I was playing Viserai before, but I don't think that's going to be very possible anymore post the bans. I want to get a little bit of experience playing all the different decks, that's how I like to prepare the most. I don't really find it that helpful to just keep playing the same decks over and over again, I would rather just have more perspective going into the event."
Looking forward to the Pro Tour, particularly with the recent changes, Yuanji says that a certain star of the show is a hero he'll still be keeping his eye on, and one particular hero he thinks will break through at the event.
"I have a list of heroes that I think people should probably be looking out for. I think Bravo, Star of the Show is still potentially pretty good. He just has a little less block now that they've banned Autumn's Touch, but I think people still shouldn't sleep on the fact that they've banned cards from him." [NB: in Classic Constructed, Awakening is banned, and Autumn's Touch is suspended. You can read the full details here.] "Chane, Oldhim, Prism, and I think my dark horse pick is going to be Lexi, which I think is going to be pretty good.
There's been a lot of friendly banter, back and forth, between us and like, players in Oceania. So I think I'll be watching out for Matt Rogers, all the New Zealand players who want to come over, the Australian players... I think that'll be very interesting to see. I think also all the players I test with in the Hyperloops community - Joe Colon, Cody Williams, Michael Feng, these are all really strong players. Yongji Yang also won a Battle Hardened, and Dan Ratkowski made the finals of the Philadelphia Battle Hardened; so all these players that I play with are really strong."
Michael Feng won the Calling: Cincinnati and made the finals of the U.S. National Championship, Yongji Yang won the Battle Hardened: Indianapolis, Cody Williams made Top 4 at the U.S. National Championship and the Calling: Indianapolis, and Joe Colon made the Top 8 at the Calling: Las Vegas. All are highly competitive players, and several - including Yuanji - have earned PTIs through competing in events. So what would Yuanji's advice be to players entering the Calling or Battle Hardened events in New Jersey, aiming for a PTI to kickstart their own competitive journey with professional-level tournaments?
"I think the most important thing when you go to a large event like this is just to make sure you are comfortable with whatever happens, whatever results you get. It shouldn't be the most important thing. Just come out there, have a deck that you feel good about playing, and then whatever happens, happens. If you win, that's great. If you don't, then it's a good experience to step outside of your local play area and meet some new players. I think that's a good approach."
When I asked about the first Flesh and Blood World Championship and what he would be most looking forward to, Yuanji gave a similar response - the experience.
"I think it's just... from experience, watching other World Championships, they've provided a lot of fun and memorable moments. I'm sure really cool things happen all the time, even at the Armory level, but to have it be captured and recorded? I'm just waiting for some crazy turns, some cool comebacks, just things that will generate a lot of excitement for Flesh and Blood organized play going forward."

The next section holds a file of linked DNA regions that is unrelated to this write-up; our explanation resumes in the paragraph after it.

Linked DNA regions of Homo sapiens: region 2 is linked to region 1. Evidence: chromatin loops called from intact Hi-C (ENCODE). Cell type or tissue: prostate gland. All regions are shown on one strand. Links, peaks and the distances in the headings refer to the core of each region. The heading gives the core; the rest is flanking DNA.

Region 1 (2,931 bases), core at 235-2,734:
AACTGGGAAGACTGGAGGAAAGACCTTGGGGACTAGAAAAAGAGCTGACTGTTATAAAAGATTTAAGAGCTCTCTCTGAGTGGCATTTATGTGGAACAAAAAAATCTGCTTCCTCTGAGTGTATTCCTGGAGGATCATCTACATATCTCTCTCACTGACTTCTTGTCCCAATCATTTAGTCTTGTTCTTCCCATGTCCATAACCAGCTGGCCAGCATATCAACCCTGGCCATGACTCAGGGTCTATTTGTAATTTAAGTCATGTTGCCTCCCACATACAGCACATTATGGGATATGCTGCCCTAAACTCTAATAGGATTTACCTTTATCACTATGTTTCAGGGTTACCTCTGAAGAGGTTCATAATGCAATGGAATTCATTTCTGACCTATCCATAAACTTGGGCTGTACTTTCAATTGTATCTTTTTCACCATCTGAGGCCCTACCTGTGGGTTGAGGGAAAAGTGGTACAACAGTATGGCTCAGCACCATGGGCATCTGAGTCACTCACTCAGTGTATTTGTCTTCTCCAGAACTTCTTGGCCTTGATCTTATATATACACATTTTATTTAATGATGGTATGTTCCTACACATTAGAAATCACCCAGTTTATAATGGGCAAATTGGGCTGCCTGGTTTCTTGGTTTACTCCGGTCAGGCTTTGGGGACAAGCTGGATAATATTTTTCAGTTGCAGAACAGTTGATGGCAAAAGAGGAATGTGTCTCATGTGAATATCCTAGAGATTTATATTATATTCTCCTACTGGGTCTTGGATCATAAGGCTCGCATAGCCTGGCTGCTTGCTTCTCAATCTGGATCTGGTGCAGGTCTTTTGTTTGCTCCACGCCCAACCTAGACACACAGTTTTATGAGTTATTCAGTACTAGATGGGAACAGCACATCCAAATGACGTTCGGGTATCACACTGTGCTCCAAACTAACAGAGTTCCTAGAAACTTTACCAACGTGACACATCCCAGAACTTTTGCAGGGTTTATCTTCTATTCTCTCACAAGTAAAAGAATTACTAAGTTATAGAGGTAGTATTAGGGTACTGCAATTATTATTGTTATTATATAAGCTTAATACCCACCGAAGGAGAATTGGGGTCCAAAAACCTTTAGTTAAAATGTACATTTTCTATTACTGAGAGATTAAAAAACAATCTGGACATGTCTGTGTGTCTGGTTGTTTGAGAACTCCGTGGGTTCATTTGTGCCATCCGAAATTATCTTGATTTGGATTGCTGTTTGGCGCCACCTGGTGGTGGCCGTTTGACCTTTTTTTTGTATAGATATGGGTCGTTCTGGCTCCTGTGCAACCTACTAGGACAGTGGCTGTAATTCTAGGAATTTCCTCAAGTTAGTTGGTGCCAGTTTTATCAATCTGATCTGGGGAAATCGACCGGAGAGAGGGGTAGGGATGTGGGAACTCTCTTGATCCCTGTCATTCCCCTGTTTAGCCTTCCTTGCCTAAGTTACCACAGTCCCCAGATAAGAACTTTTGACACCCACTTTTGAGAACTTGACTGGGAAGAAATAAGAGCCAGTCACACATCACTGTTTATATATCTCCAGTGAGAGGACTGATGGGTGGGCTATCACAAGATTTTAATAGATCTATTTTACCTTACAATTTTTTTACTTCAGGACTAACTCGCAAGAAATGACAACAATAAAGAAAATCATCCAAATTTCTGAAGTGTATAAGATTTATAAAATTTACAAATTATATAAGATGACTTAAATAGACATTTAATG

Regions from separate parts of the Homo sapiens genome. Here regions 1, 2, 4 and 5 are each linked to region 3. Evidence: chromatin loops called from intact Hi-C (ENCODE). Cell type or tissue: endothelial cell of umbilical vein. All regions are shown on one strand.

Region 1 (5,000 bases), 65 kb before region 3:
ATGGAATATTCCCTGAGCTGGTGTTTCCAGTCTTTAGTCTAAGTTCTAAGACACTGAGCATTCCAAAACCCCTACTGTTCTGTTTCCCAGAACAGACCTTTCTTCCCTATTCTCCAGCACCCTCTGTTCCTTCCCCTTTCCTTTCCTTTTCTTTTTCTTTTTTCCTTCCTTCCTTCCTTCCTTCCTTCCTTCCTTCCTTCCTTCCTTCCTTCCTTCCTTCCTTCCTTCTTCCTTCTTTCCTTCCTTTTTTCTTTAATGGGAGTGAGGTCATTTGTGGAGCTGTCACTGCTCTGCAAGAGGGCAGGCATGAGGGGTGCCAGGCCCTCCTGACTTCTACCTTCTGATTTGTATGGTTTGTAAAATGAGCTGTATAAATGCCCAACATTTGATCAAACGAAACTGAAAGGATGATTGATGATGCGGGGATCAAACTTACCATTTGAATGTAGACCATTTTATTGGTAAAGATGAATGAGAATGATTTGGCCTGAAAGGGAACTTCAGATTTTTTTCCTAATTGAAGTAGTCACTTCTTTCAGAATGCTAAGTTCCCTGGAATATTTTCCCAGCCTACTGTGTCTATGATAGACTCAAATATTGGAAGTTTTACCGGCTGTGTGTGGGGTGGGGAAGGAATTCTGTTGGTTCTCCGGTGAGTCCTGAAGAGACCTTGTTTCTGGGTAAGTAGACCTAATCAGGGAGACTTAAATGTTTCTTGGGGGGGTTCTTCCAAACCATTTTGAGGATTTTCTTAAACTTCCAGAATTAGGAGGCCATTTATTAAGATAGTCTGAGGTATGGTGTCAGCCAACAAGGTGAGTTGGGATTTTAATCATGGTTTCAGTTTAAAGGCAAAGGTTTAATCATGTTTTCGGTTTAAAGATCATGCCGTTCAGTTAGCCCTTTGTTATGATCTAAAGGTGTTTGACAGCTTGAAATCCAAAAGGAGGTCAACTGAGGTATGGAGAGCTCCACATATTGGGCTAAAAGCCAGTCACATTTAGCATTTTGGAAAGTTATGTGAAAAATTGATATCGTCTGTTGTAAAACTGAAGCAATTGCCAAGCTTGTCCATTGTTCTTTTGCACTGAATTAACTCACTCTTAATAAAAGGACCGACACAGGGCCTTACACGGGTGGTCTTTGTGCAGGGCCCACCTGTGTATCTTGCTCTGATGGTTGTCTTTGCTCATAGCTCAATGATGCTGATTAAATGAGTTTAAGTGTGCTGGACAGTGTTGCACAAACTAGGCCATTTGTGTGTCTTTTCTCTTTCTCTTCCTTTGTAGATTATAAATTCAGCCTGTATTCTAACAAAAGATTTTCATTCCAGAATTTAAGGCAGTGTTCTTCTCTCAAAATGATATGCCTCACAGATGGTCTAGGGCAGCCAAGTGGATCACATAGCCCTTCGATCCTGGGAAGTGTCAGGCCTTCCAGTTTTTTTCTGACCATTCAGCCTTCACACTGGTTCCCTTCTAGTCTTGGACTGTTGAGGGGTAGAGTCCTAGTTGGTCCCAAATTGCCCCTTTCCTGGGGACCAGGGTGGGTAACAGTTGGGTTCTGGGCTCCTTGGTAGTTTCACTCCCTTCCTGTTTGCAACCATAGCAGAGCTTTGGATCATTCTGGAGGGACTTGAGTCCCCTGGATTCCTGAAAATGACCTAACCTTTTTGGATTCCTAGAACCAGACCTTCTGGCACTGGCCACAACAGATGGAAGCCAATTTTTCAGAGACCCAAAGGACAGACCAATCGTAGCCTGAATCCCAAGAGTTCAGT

True to form, when I asked Yuanji about his favorite moment in Flesh and Blood, he had two answers: one for himself and one for a fellow player, showcasing not only the energy he hoped to see at the first World Championship, but also the community spirit he talked about multiple times throughout the interview.
"I think it's hard not to say the finals at Krakow. I think I got very lucky the entire tournament, it just kind of encapsulated in the final game where everything basically worked out. So I think it's hard for me to top that so far. Yeah, definitely my favorite Flesh and Blood moment that I haven't been a part of was watching my friend Michael win the Calling, that was a very exciting moment for me."
Michael Feng, winning the Calling: Cincinnati
"I want to give a shout out to Brendan Patrick from Arsenal Pass because it was by a stroke of fortune and misfortune, I guess, that we ended up acquiring his tech of playing Tome of the Arknight. I want to thank all the people who supported me, they sent me a lot of messages during the event... Fabled Hunters, the YouTube channel I work on. Hopefully, you guys reading the article can watch some of our videos, and it's a little bit- it's not as into competitive Flesh and Blood, but we're trying to provide a more holistic view into collecting Flesh and Blood cards, and have content for people who aren't necessarily just going to the tournament scene.
And Michael Feng, for traveling to Poland on a whim with me. We had to play round 10, and he ended with a record that was good enough to make Top 8 if he had better breakers. If it wasn't me, it was gonna be him!"